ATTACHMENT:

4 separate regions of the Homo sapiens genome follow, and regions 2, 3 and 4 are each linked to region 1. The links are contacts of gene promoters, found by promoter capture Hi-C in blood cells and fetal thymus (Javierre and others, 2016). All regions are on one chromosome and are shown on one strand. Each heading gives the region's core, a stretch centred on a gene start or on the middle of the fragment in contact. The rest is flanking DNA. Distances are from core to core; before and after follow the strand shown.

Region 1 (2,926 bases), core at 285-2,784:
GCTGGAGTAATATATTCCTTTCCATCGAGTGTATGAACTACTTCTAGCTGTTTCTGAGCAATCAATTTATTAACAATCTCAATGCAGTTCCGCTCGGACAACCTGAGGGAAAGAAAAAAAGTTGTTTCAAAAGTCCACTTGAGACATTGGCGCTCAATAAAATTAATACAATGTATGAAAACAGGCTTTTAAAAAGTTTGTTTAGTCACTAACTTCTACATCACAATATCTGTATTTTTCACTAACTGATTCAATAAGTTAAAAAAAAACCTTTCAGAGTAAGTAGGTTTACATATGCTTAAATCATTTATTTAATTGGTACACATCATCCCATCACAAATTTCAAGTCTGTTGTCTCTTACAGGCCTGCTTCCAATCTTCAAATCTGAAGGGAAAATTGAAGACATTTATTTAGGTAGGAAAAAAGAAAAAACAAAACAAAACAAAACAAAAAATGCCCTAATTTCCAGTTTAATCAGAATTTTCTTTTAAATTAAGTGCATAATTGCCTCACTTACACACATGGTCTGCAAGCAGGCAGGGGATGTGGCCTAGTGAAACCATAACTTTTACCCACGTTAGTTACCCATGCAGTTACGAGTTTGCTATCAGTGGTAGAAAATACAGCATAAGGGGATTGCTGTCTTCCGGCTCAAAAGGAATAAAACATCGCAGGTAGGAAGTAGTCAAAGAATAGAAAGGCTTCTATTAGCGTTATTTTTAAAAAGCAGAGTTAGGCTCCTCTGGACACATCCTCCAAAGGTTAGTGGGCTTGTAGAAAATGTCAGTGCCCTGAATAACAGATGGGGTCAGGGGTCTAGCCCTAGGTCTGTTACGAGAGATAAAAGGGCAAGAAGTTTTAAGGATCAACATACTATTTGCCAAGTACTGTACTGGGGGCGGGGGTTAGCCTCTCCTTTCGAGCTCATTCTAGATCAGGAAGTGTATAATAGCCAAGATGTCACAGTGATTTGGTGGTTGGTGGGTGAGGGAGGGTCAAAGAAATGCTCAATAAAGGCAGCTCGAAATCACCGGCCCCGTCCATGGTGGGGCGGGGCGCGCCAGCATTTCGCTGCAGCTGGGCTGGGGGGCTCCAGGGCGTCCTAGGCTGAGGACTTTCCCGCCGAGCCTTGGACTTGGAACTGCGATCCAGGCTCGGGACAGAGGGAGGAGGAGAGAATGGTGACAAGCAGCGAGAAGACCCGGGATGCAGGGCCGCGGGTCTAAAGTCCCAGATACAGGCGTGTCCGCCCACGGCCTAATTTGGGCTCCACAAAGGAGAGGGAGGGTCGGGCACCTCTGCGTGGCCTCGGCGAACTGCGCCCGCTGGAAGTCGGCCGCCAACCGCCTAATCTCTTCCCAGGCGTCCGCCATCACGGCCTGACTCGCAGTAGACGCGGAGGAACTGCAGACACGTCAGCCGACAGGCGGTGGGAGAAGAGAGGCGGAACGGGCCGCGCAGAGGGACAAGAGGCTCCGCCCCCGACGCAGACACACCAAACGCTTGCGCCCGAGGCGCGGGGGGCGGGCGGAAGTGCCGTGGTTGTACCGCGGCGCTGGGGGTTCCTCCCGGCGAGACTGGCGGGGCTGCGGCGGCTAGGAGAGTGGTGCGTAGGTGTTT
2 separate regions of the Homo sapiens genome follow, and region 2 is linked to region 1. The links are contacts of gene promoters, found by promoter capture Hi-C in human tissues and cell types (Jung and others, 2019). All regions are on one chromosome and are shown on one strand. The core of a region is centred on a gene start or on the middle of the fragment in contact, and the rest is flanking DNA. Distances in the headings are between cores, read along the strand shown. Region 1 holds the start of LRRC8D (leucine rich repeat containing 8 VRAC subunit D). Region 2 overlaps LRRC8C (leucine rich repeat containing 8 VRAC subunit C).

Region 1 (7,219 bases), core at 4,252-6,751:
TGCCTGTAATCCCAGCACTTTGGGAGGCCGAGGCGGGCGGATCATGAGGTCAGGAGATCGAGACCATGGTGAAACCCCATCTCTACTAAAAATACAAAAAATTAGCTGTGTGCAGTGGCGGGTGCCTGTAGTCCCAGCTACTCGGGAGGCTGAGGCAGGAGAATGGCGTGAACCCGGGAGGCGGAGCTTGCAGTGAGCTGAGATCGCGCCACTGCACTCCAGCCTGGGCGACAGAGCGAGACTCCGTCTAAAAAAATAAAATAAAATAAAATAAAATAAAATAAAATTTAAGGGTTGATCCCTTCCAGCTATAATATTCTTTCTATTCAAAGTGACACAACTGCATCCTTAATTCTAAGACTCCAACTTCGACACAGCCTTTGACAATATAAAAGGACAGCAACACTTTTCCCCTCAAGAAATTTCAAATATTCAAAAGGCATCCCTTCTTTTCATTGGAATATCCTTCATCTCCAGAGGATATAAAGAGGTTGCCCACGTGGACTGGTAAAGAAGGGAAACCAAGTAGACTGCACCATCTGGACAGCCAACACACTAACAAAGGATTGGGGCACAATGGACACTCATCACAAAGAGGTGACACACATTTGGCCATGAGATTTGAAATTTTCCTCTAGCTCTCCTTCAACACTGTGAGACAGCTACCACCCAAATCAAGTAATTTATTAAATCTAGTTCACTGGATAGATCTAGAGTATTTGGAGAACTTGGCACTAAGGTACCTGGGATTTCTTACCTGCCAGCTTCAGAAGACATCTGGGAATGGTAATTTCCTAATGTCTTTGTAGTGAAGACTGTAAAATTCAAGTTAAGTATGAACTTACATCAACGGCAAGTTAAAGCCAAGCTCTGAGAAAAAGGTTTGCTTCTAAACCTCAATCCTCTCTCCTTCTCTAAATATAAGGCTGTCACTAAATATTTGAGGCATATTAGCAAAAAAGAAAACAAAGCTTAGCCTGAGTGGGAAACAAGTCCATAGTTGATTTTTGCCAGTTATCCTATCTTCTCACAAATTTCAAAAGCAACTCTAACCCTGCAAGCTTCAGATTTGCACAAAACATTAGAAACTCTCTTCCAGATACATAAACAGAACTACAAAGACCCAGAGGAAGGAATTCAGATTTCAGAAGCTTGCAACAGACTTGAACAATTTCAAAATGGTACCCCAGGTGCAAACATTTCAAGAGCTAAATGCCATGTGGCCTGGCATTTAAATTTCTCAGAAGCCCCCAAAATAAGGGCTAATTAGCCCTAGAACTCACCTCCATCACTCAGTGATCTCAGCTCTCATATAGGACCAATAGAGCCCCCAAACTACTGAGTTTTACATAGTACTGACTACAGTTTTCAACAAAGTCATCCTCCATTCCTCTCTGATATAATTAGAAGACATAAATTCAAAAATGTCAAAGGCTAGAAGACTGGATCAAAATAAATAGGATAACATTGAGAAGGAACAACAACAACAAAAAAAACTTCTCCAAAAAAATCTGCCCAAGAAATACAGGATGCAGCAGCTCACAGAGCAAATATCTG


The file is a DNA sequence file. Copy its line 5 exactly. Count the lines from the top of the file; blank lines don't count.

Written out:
Region 1 (7,219 bases), core at 4,252-6,751: